Hepatitis D - including symptoms, treatment and prevention
Infection with hepatitis D virus (HDV) causes inflammation of the liver. Hepatitis D virus is also known as "delta hepatitis” and is considered the most severe form of viral hepatitis (hepatitis caused by a virus) in humans.
Hepatitis D only occurs in people who have hepatitis B. This is because hepatitis D virus is a defective (incomplete) virus and requires hepatitis B virus to survive and multiply. Hepatitis D is uncommon in Australia.
Hepatitis D is a notifiable condition1
How hepatitis D is spread
Hepatitis D is spread when infectious body fluids (blood, saliva, semen and vaginal fluid) come into contact with body tissues beneath the skin (for example, through needle puncture or broken skin) or mucous membranes (the thin moist lining of many parts of the body such as the mouth, throat and genitals). In Australia most infections are associated with:
- immigration from a country where hepatitis D is relatively common
- sharing injecting equipment (for example needles or syringes)
- mother-to-baby transmission of hepatitis D virus at or around the time of birth can occur, although this is uncommon.
Signs and symptoms
Symptoms are similar to those of hepatitis B and may include:
- loss of appetite
- nausea and vomiting
- abdominal pain (especially in the right upper abdomen)
- yellow skin and eyes (jaundice) (see image)
- dark urine and pale faeces
- muscle and joint pain
Image Courtesy Public Health Image Library (PHIL), Department of Health and Human Services, Centers for Disease Control and Prevention (CDC-USA) CDC,Dr. Thomas F. Sellers / Emory University
Sometimes people can become infected with both hepatitis B and hepatitis D at the same time (co-infection). While most people with co-infection will get rid of both viruses on their own, there is a higher risk (2 to 20%) of developing fulminant (overwhelming) hepatitis (acute liver failure).
When someone with hepatitis B virus later becomes infected with hepatitis D virus (superinfection) acute hepatitis D develops.
Most people with superinfection develop chronic hepatitis D infection with few, if any, symptoms initially, but are capable of spreading hepatitis D virus to others.
Most people with chronic hepatitis D (70 to 80%) develop cirrhosis (scarring of the liver). About one quarter of people with cirrhosis due to chronic hepatitis D infection will die of liver failure. People with cirrhosis are also at increased risk of developing liver cancer.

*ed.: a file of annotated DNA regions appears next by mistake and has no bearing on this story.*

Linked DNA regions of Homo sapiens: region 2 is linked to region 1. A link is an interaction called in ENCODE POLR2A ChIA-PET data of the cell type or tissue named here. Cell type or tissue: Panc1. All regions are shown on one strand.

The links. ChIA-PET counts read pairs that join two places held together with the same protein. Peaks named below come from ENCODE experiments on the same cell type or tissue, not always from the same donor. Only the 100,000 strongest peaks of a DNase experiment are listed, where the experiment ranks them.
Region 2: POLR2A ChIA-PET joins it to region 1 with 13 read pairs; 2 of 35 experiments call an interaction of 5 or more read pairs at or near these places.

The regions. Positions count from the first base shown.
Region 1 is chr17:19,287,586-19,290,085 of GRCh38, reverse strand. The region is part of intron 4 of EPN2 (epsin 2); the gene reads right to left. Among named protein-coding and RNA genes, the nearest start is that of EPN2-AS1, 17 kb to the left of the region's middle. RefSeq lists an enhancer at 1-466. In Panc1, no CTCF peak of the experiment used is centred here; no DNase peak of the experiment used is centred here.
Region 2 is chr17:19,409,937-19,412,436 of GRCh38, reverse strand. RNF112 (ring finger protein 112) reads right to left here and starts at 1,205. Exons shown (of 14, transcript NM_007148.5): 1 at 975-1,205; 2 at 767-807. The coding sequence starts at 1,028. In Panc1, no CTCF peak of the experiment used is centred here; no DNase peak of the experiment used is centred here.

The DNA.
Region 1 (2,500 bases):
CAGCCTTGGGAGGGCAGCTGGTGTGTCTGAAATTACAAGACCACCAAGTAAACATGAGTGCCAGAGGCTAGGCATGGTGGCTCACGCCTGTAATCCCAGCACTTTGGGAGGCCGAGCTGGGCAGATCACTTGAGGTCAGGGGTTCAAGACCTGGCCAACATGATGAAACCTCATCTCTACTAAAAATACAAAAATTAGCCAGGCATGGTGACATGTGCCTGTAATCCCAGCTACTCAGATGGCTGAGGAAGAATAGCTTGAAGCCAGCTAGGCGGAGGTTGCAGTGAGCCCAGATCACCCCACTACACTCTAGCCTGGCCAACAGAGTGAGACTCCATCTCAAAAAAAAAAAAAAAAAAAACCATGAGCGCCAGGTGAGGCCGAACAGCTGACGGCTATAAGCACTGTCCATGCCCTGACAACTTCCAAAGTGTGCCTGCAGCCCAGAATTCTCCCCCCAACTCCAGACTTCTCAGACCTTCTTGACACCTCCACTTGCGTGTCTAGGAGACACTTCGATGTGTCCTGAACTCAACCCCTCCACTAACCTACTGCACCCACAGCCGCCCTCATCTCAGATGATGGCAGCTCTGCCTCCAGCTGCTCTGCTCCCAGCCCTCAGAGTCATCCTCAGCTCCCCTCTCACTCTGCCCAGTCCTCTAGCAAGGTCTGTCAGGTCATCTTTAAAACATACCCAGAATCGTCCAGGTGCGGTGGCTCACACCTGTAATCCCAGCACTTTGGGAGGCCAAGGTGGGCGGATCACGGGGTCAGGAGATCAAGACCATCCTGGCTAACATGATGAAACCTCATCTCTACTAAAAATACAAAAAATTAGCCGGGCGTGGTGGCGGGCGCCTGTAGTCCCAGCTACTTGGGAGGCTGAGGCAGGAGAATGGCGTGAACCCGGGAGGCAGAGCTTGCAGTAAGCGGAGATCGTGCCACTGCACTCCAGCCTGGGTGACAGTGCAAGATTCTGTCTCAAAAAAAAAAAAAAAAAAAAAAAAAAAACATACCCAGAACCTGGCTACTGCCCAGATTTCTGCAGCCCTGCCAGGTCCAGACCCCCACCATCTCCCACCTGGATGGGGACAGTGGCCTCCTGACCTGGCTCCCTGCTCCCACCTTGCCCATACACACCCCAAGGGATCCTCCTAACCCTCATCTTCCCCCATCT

The diagnosis is based on signs and symptoms and confirmed with a serology blood test (serology) and/or PCR (polymerase chain reaction) test in a pathology laboratory.
Positive serology indicates previous exposure to hepatitis D virus while PCR testing is used to confirm the presence of the virus.
(time between becoming infected and developing symptoms)
Not known precisely but thought to be 2 to 8 weeks.
(time during which an infected person can infect others)
All people with hepatitis D are infectious.
There is currently no specific treatment for hepatitis D infection. Antivirals used to treat hepatitis B have little effect on hepatitis D. Long term follow up by a liver specialist is recommended.
- Exclusion of people with hepatitis D from childcare, preschool, school and work is not necessary.
- Hepatitis B vaccination will prevent infection with hepatitis D. Hepatitis B vaccination is recommended for infants and those at a higher risk of acquiring hepatitis B infection and/or at higher risk of severe infection. Vaccination for hepatitis B, when given to newborn infants, is effective in preventing hepatitis D (even if the mother has hepatitis D).
- Any open sores, cuts or abrasions should be covered with waterproof dressings
- Practice safer sex – use condoms consistently and correctly.
- Injecting drug users should never share injecting equipment.
- If required to handle blood or body fluids, the use of standard precautions will reduce the risk of transmission of hepatitis D virus.
- Infected health care workers must comply with the requirements of their professional boards.
- Handling blood and other body substances
- Hepatitis B
- Hepatitis A, B, C, D and E summary
- Hepatitis SA
1 – In South Australia the law requires doctors and laboratories to report some infections or diseases to SA Health. These infections or diseases are commonly referred to as 'notifiable conditions'.